My kindergarden-aged son had a pair of pink socks with smiley faces on them, that he was excited to wear [to school and elsewhere]. Early in the fall, one of the other kids in his class said that they were ‘girl socks,’ and he’s not worn them since. We know it affected him, but at the time he was sensitive to every comment from everyone since he’d not learned who to pay attention to and who to ignore. I wear pink dress shirts from time to time, and he also likes to wear his pink dress shirt to school (without negative comments, interestingly – pink button-downs are ok, but not pink socks?). The peer pressure at recess is relentless (most teachers keep a lid on it during class).

  16. T G

    I would love to have our kids meet some time. My little guy is equally into “girl” stuff!

  17. Pingback: Epilogue – A Weekly M.U.S.C.L.E. Figures Related Review | University of M.U.S.C.L.E.

  18. Tom Watson

    An interesting read. As a new parent myself, I’ve noted those same challenges. Both my boys (6 and 4) like to dabble in “girl stuff”… and when they take that to school, the older kids (boys and girls alike) seem to raise their concerns to him. Many times, he has come home with hurt feelings.

    He has managed to maintain his independence with help from the internet… I have shown to him how pink used to be the boys color while blue was a girls color (way back in the ’20s and earlier. I believe the switch occurred around the 40’s). When he painted his nails, I’ve shown him the crazy photos of many ingenious people that had a big impact on our society, and just how out of place they looked!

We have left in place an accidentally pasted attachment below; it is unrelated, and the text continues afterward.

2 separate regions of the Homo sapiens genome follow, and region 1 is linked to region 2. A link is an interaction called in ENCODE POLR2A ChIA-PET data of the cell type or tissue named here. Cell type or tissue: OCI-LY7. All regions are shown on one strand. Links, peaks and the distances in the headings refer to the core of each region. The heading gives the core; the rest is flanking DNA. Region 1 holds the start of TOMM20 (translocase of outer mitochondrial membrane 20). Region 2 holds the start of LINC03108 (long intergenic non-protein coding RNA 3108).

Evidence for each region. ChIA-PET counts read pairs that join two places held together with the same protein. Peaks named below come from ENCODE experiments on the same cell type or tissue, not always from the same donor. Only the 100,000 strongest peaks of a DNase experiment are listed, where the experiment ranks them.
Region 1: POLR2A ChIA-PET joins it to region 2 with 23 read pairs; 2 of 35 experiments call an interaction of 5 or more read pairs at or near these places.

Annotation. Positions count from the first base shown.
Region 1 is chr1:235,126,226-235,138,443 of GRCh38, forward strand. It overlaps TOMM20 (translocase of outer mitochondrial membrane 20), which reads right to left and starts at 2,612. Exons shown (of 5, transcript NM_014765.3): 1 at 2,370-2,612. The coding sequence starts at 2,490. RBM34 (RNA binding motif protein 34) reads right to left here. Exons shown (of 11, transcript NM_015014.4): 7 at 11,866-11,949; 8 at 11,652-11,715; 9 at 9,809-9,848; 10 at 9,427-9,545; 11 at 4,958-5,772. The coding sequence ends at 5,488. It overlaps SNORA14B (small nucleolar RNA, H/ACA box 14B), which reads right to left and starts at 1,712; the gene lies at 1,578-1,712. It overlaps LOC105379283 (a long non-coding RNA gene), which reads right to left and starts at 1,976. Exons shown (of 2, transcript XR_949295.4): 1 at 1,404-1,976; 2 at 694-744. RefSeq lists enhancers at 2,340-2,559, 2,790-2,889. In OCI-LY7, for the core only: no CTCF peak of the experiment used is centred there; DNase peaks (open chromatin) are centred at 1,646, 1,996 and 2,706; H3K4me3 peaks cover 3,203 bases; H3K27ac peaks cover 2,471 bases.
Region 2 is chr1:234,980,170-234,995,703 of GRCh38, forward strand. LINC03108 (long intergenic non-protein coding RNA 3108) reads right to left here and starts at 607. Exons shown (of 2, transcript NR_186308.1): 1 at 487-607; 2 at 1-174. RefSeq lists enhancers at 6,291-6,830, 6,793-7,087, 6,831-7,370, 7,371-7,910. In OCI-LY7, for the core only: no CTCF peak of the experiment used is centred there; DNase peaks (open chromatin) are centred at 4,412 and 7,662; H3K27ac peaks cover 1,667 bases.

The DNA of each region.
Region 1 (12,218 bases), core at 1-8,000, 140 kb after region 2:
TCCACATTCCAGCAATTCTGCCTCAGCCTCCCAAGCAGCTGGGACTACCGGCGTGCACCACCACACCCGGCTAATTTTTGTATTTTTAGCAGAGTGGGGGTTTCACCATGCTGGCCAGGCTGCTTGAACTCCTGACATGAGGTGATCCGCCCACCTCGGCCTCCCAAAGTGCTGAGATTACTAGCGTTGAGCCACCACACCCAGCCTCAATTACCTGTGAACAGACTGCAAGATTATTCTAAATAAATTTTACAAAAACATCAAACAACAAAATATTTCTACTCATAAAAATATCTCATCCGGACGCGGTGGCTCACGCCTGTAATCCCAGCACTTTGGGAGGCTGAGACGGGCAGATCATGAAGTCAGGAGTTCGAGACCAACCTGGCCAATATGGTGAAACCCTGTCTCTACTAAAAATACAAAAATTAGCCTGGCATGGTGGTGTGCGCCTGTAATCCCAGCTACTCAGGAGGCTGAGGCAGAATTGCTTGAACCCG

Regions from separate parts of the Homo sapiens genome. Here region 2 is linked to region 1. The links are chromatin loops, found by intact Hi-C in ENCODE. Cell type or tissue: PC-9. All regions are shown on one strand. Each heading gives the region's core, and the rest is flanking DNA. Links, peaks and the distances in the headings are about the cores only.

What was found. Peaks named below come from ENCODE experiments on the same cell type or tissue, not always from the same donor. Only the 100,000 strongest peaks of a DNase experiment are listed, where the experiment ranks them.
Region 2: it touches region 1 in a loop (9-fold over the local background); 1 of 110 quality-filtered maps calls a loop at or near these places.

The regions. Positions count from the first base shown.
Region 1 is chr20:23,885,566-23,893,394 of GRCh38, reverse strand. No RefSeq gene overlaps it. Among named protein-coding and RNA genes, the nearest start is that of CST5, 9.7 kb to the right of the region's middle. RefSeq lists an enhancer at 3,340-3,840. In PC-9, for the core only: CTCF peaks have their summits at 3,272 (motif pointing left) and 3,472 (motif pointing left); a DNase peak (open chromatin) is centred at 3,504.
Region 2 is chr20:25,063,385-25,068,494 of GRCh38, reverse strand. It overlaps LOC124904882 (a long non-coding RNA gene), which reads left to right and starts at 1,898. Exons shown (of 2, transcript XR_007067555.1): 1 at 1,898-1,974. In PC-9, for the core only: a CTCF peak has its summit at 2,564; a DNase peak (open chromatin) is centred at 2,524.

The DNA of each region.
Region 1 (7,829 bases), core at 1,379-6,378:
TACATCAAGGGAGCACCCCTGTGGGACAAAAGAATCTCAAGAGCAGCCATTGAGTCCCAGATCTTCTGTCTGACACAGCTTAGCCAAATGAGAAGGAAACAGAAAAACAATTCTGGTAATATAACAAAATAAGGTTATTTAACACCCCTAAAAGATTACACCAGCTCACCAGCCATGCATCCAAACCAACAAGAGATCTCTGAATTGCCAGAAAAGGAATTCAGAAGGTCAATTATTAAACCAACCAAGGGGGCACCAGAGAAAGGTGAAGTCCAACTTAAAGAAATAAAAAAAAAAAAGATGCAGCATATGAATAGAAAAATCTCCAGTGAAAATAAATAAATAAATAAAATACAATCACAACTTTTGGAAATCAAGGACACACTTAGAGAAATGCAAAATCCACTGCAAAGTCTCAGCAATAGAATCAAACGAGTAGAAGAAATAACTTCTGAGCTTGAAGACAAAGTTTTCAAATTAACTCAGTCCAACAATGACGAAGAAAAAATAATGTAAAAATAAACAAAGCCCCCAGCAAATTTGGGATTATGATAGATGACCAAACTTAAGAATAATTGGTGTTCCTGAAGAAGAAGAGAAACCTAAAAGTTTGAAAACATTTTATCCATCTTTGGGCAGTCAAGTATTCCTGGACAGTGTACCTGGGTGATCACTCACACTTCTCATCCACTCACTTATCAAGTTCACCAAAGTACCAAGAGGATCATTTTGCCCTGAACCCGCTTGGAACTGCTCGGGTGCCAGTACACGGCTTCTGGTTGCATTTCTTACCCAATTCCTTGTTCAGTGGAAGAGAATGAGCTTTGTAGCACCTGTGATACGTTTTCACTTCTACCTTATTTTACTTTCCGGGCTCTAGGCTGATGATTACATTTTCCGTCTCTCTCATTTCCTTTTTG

To date, he has continued to stick to his guns. Yes, the circle that likes to hang with him has changed, but in life, it’s always changing.

    Anyhow… a good read. I’ll have to check the other articles out.

    • Thanks for sharing your own experiences. I think you’re handling it the right way. Good luck!

    • T

      I would just love to have a gathering sometime..perhaps a ” Be who you want to be, wear what you want to wear” sort of thing. People could bring multi- gender dress up clothes and mirrors and cameras and play! These kids need a community of support!

  19. Pingback: Boys who like pink | My Family Blog

  20. Pingback: Raising a boy who likes pink | My Family Blog

  21. Pingback: OK Dad- Live Your Convictions | TMPinSYR

  22. Samantha

    My 5th grade son has asked for a pink backpack. Googling “boys backpack pink” lead me here! My son is a bit older than yours (age 10) and has always had a preference for more stereotypically “girl” things. He’s also a pretty amazing peewee football linebacker. This is, however, the first time he’s asked for something as, well, pink as a backpack. I was torn because I always want him to be himself but I also want to protect him from the assholes out there. Struggling with the fact that I can’t have it both ways…

  23. Pingback: Stuck in the Middle (With Me…) | TMPinSYR

  24. Pingback: Where Do You Stand? | TMPinSYR

  25. Pingback: The Next Chapter In My Professional Life | TMPinSYR

  26. I am watching my middle son go through the same type of scenarios as well. He loves to wear dresses but thinks he should wear boy clothes to school. All of his friends are girls. He loves to play barbies with them. He is comfortable with his true self with his friends. I’m hoping we can work up to feeling that way at school too. Keep being an amazing dad for Goon!

Leave a Reply to Jed G Cancel reply

Fill in your details below or click an icon to log in: Logo

You are commenting using your account. Log Out /  Change )

Facebook photo

You are commenting using your Facebook account. Log Out /  Change )

Connecting to %s